By ANNE PAINE • Staff Writer • January 9, 2009

Alabama environmental officials were on their way as of 10:15 a.m.
Central Time to an spill at TVA’s Widows Creek coal-fired power plant in
northeastern Alabama.

TVA confirmed an ash-related spill at a second TVA plant, this time at
its Widows Creek plant in northeastern Alabama.

“I had heard that that’s the case,” confirmed Barbara Martocci, TVA
spokesman who was at the Kingston plant in Tennessee.

Scott Hughes, spokesman for the Alabama Department of Environmental
Management said, “The only thing we’ve got right now is that there was a
release from a gypsum treatment operation.”

“We do understand that some of the material has reached Widows Creek.”
The creek from which TVA’s coal burning plant gets its name, crosses the
plant property. Gypsum is one of the byproducts when special filters
capture and treat ash. It can be sold for use in wallboard, but markets
have been slow and it like more standard ash can build up in waste ponds.

“We’re in the process of gathering more info and getting a full report.”

Kingston is the scene of a TVA ash pond that ruptured: Early on the
morning of Dec. 22, more than a billion gallons of sludge flowed out of
the pond, damaging a dozen homes and creating environmental havoc along
the Emory River.

The Widows Creek Fossil Plant is located on Guntersville Reservoir on
the Tennessee River. It has eight coal-fired units and was completed in
1965. The plant consumes about 10,000 tons of coal a day. The ash from
that coal was in the pond that broke there.


Horse’s Ass Award to DNREC’s John Hughes and (not-soon-enough) outgoing Gov. Minner (can’t have Delmarva Power’s Todd Goodman thinking he’s the only one!):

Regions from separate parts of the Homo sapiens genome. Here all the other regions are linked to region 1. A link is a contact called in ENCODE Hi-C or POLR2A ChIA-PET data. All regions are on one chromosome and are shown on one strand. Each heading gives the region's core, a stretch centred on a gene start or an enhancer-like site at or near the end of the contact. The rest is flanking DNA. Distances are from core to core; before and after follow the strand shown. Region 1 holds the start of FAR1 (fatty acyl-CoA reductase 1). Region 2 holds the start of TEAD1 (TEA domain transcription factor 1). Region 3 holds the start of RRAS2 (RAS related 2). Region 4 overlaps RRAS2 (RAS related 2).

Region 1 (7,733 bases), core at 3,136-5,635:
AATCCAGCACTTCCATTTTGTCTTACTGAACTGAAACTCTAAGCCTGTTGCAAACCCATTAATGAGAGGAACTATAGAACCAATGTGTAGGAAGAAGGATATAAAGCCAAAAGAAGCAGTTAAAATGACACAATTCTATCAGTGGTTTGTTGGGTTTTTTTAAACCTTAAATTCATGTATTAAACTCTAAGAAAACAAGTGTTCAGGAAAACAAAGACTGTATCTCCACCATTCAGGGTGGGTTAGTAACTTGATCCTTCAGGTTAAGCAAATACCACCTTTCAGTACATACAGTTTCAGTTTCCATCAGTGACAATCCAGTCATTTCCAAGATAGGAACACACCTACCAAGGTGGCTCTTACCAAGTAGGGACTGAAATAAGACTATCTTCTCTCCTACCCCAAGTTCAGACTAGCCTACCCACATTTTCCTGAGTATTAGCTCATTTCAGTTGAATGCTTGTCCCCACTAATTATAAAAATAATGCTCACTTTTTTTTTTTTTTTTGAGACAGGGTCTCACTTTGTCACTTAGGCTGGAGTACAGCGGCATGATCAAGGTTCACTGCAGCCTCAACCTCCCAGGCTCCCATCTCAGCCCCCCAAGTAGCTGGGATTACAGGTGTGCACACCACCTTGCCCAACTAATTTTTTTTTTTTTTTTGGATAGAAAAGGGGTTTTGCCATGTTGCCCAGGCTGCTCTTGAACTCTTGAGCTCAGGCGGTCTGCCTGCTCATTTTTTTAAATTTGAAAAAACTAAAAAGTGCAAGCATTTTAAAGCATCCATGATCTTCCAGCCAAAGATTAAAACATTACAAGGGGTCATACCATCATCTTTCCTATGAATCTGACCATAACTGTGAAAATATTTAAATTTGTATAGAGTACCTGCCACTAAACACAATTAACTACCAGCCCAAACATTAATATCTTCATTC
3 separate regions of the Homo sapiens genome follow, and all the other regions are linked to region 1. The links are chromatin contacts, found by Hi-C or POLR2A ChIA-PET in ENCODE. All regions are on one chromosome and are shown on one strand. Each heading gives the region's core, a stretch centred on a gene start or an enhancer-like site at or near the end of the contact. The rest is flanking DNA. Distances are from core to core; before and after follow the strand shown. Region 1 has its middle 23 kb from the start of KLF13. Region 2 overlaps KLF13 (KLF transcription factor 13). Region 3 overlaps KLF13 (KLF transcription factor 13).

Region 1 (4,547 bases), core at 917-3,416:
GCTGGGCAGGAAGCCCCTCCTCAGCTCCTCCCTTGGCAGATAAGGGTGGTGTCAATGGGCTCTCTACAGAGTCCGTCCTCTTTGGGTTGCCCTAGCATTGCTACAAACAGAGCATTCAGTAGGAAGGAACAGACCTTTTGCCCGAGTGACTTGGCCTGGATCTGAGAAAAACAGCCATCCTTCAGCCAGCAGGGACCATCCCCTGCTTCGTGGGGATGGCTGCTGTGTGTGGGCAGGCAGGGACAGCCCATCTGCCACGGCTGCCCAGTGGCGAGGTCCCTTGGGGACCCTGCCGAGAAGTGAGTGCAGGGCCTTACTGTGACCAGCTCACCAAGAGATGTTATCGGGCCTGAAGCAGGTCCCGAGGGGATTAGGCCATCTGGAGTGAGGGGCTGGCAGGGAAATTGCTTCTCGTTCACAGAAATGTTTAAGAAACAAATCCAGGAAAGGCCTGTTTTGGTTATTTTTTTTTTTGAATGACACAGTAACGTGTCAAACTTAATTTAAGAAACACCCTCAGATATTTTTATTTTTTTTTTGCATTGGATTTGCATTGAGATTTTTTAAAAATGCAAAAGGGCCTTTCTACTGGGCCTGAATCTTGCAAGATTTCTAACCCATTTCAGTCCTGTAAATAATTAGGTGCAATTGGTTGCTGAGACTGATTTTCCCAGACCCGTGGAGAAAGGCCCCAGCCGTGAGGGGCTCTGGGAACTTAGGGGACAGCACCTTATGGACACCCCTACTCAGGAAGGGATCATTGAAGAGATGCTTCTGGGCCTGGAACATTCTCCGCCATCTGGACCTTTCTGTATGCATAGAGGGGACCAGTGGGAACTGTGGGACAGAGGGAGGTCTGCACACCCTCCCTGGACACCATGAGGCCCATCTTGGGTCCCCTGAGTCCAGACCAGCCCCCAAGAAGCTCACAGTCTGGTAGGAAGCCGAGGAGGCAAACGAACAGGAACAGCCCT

Let’s think a bit here… why this settlement?  What would make it worth their while?


NRG has been belching pollution forever, violating federal rules, violating the Clean Air Act.  For years this has been an issue, Green Delaware at the head of the charge.  There’s been building attention and recently, Citizens for Clean Power filed Notice of Intent to Sue (below).  And now, at the last minute of the Minner administration, DNREC does a deal with NRG that is so slimy, rolling over in a way that is less than a slap on the wrist to NRG and which could be just barely enough to prevent a suit by Citizens for Clean Power.  And what if this had been filed at the END of November to put Markell on notice that he was expected to act, taking away that power to do an end run from Minner’s administration?

Here’s the 60 day notice filed on behalf of Citizens for Clean Power:

IRGS 60 day Letter November 6 2008

Here are some Green Delaware Alerts about NRG’s Indian River Power Plant:

Alert 631 – Delaware needs to stop burning coal

And from the Archives:

Green Delaware Alert 238 – Minner administration proposes reduced reporting of SO2 releases

Green Delaware Alert 302 – Where does Delaware’s mercury come from?

Green Delaware Alert 499 – What problems are fundamental?  Will our legislators tackle them?

Green Delaware Alert 506 – A decision time for power plant pollution in Delaware

For more from Green Delaware on NRG, go to www.greendel.org and search for NRG

From the News Journal yesterday and today:

DNREC settles with NRG over Millsboro plant

Millsboro pollution settlement stirs anger

This came over the wire today from Pat Gearity, Citizens for Clean Power, who have been leaning hard on NRG, that’s their mission:

Dear supporters of clean air: